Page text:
Flea Dip

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Chemical Description


There are many different Chemicals List and combinations of chemicals in different brands of flea dip. For example, some brands contain rotenone, which is known to be toxic in high levels and has a dermal LD50 of 200 mg/kg (#PubChem Rotenone). Several different organophosphates and carbamates are also listed as active ingredients, and are known to cause cancer (#Harms, et al, 2008). The former can include any of the following organophosphates: chlorpyrifos, parathion, diazinon, famphur, phorate, terbufos, and Malathion (#Harms, et al, 2008). Like other organophosphate insecticides, tetrachlorvinphos, that is found in some flea dips, is a known cholinesterase inhibitor. (#PubChem Tetrachlorvos).

Mechanism of Action


Main Article: Cholinesterase Inhibitor
For those flea dips that contain rotenone, it is known that are able to work by inhibiting complex I in the electron transport chain. This can be determined by measuring the lower levels of NAD and the higher levels of NADH, relative to controls. Specifically, "the function of NADH dehydrogenase (which converts the electron carrier, NADH, to NAD) (can be) blocked by fleacide" (#Kumar, 2005).

For those formulations that contain high levels of organophosphates or carbamates, one must be aware that these insecticides are fat soluble, and therefore easily absorbed through the skin and then transported through out the body. As mentioned previously, these chemicals kill insects (and other organisms) via inhibition of the enzyme acetylcholinesterase (AChE). This enzyme is normally very important in the degradation of acetylcholine (ACh) neuromuscular junction (NMJ). Organophosphates and carbamates can lead to over-stimulation of muscles through prolonged activation of ACh receptors. This leads to muscular fasciculation and tremors initially followed by flaccid paralysis. Since the directions for use require multiple exposures, and because of the lipophilicity of these compounds, the effects of flea dip can be long lasting (#Harms, et al, 2008).

Uses and Benefits


Flea dip and related products are used to rid animals and homes of fleas, which can be hard to get rid. This is because, according to Dr. Denice Moffat, "An average flea's life span can be up to 2-3 years" This is further complicated by the fact that one female can lay up to a million eggs, and these eggs can remain dormant for up to a year until an environment conducive to hatching occurs. Taken together, these characteristics have allowed the flea, which is the second oldest insect (the cockroach the first), to flourish because of its excellent survival mechanisms (#Moffat, 2007).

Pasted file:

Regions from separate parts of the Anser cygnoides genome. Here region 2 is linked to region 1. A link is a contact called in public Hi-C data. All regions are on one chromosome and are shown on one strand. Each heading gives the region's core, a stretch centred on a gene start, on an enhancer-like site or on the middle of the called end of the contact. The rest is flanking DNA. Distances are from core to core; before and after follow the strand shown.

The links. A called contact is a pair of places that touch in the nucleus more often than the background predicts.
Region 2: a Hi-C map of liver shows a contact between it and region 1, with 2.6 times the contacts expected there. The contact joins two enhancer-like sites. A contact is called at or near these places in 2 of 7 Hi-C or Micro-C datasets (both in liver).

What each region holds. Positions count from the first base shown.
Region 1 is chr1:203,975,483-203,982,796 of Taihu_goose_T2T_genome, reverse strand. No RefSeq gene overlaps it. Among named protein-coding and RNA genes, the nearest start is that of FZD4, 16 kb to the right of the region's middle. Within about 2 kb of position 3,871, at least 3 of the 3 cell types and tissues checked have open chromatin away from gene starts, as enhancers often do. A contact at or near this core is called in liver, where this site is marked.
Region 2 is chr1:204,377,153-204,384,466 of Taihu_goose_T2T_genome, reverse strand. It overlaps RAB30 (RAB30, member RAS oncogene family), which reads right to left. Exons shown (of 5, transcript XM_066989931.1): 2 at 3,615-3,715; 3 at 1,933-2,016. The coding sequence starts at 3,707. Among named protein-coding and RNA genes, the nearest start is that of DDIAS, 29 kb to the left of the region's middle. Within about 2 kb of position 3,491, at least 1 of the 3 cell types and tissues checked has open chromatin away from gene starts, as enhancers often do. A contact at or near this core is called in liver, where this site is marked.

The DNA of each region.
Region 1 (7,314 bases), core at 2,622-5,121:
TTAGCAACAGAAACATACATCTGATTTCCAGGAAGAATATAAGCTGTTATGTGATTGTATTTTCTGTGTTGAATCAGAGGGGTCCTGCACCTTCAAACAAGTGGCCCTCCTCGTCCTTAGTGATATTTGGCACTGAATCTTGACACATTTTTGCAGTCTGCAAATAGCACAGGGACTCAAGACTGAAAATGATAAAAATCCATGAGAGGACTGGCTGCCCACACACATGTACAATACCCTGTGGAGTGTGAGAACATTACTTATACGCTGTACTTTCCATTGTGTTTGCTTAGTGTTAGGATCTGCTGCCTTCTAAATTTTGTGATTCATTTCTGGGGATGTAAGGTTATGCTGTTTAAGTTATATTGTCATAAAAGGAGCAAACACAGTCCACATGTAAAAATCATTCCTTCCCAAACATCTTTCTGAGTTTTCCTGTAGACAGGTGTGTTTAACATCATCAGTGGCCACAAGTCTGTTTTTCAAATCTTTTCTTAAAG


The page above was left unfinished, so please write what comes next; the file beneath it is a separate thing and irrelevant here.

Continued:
Health Effects


High exposure to flea dip can lead to "massive cell death in the kidneys, lungs, thymus, and heart" (A. Kumar). Death from acute poisonings is frequently due to respiratory failure. This is because the active ingredients can lead to respiratory inhibition, excess bronchial secretions, and bronchospasms "coupled with depolarizing blockade at neuromuscular junctions (diaphragm and intercostals)" (#Harms, et al, 2008).

Case Studies


In one case study a woman was poisoned with the organophosphate phosmet (1), after "she complained of periodic headaches, nausea, dizziness, tiredness, and blurred vision and of sweating and feeling 'confused' and 'spaced out' ". Her symptoms had occurred for years and were getting more severe with each subsequent exposure. Although her cholinesterase activity was within normal range, upon being treated with atrophine, her symptoms diminished (#CDC, 1998).

Another case indicated that a 43-year-old female dog groomer had been treating as many as 8-12 dogs each day for 3 years with flea dip. She presented the doctor with a variety of symptoms, many of which had been present for at least a year, including periodic dizziness, fatigue, blackouts, blurred vision, chest pains, sweating, coldness, and chills. After three months of avoiding flea dip, her symptoms abated(#CDC, 1998).

Precaution


Dips that kill "fleas and mites are all highly toxic and shouldn't be used more than three times a year. More than that leads to cancer due to over exposure of organophosphates" (#Moffat, 2007). In an effort to prevent over-exposure, the EPA requires that flea dips must have labels "cautioning users to wear long-sleeved shirts, long pants, elbow-length waterproof gloves, waterproof aprons, and unlined waterproof boots. Because animals that have been dipped or sprayed with pesticides have become ill or have died, EPA now requires that the product label state that a dog or cat may be poisoned if the product is not properly diluted" (#CDC, 1998).

References



A Kumar. "Teaching Systems Biology: An Active-learning Approach." CBE Life Sci Educ, December 1, 2005. 4(4): 323 - 329.


Centers for Disease Control (CDC). "Epidemiologic Notes and Reports Organophosphate Toxicity Associated With Flea-Dip Products- California". Morbidity and Mortality Weekly Report (MMWR, 03 June 1988. 37(21): 329-330, 335-6.


Harms, Jennifer; Wilson, Christina; Everson Robert; Hooser, Stephen. "Organophosphates and Carbamate Insecticide Poisoning". 1998. Purdue University. February 19, 2008.


Moffat Denice M. "Flea Control Strategies". Pets and Animals Community, October 18, 2007. : 1-7.


PubChem Compound. CID 5842000. Tetrachlovinphos.


PubChem Compound Summary. CID6758. Rotenone.

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